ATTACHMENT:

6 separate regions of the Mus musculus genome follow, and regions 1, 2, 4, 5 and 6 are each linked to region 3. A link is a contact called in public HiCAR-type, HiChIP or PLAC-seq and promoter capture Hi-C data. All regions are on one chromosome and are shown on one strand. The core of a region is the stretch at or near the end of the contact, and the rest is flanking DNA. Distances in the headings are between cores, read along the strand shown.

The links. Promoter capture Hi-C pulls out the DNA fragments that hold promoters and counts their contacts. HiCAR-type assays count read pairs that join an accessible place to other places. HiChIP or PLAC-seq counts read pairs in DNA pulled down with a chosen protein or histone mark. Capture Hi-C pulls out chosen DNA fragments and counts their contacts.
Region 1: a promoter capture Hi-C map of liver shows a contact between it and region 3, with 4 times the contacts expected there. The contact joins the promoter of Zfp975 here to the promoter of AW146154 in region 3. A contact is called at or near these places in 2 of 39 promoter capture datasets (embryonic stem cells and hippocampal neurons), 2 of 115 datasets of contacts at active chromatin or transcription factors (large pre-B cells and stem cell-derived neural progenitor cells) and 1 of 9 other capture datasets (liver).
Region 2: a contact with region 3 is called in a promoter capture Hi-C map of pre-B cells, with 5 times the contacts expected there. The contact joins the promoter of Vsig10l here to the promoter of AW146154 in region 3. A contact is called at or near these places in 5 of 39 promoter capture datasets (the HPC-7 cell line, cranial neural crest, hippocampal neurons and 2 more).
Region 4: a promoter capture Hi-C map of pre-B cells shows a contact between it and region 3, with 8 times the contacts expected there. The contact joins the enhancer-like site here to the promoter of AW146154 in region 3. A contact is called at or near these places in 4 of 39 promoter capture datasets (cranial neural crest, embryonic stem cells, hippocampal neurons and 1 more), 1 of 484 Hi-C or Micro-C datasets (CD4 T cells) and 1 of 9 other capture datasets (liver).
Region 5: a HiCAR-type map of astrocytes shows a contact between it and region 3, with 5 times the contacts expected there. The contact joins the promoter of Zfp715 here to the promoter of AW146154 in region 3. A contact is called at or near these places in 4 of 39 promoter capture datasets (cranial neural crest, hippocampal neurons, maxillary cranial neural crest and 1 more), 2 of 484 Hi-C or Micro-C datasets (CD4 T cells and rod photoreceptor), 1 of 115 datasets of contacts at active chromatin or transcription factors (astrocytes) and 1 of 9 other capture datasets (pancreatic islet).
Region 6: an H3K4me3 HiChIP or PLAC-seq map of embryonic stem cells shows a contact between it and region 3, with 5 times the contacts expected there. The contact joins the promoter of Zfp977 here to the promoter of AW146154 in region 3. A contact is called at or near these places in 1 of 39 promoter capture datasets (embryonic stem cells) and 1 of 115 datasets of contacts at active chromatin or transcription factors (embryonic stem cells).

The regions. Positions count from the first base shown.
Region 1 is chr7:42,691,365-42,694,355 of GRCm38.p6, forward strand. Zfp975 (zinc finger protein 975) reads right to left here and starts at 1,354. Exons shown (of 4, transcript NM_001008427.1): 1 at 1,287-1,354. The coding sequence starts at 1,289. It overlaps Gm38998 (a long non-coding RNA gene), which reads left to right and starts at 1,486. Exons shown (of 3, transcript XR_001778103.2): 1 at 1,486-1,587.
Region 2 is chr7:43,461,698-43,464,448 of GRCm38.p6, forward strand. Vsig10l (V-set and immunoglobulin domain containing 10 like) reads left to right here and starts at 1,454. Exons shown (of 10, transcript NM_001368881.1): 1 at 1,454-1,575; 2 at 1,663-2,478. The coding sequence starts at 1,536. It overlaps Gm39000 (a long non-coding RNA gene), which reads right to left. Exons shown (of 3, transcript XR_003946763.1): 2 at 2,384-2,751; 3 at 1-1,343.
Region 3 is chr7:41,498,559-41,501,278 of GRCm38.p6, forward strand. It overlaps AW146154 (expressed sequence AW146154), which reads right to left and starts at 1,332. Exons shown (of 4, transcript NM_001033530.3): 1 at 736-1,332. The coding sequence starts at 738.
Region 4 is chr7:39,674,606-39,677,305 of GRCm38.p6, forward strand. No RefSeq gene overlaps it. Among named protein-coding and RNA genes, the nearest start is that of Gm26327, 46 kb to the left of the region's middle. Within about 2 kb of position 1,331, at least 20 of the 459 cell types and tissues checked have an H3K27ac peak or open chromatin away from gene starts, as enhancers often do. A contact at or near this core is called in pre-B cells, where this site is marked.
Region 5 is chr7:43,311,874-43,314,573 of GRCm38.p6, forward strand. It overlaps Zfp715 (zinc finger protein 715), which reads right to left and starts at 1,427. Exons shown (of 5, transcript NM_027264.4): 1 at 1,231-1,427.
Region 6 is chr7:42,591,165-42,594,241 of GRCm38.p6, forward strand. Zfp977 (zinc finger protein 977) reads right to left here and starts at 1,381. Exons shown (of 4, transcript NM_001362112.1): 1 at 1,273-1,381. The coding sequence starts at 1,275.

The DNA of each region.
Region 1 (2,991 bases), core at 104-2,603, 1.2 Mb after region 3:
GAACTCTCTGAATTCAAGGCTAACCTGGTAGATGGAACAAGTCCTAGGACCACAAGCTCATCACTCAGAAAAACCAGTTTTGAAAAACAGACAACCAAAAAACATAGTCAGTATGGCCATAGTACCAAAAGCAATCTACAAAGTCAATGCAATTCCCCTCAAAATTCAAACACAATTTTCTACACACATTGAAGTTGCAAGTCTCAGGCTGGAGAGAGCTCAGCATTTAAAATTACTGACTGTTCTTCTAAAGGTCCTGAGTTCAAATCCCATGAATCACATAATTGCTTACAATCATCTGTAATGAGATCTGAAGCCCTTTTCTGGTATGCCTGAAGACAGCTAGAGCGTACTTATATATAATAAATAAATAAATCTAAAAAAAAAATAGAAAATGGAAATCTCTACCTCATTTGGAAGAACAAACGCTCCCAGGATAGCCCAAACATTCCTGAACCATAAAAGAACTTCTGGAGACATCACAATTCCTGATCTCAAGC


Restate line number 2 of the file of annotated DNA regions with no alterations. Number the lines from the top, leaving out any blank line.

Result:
The links. Promoter capture Hi-C pulls out the DNA fragments that hold promoters and counts their contacts. HiCAR-type assays count read pairs that join an accessible place to other places. HiChIP or PLAC-seq counts read pairs in DNA pulled down with a chosen protein or histone mark. Capture Hi-C pulls out chosen DNA fragments and counts their contacts.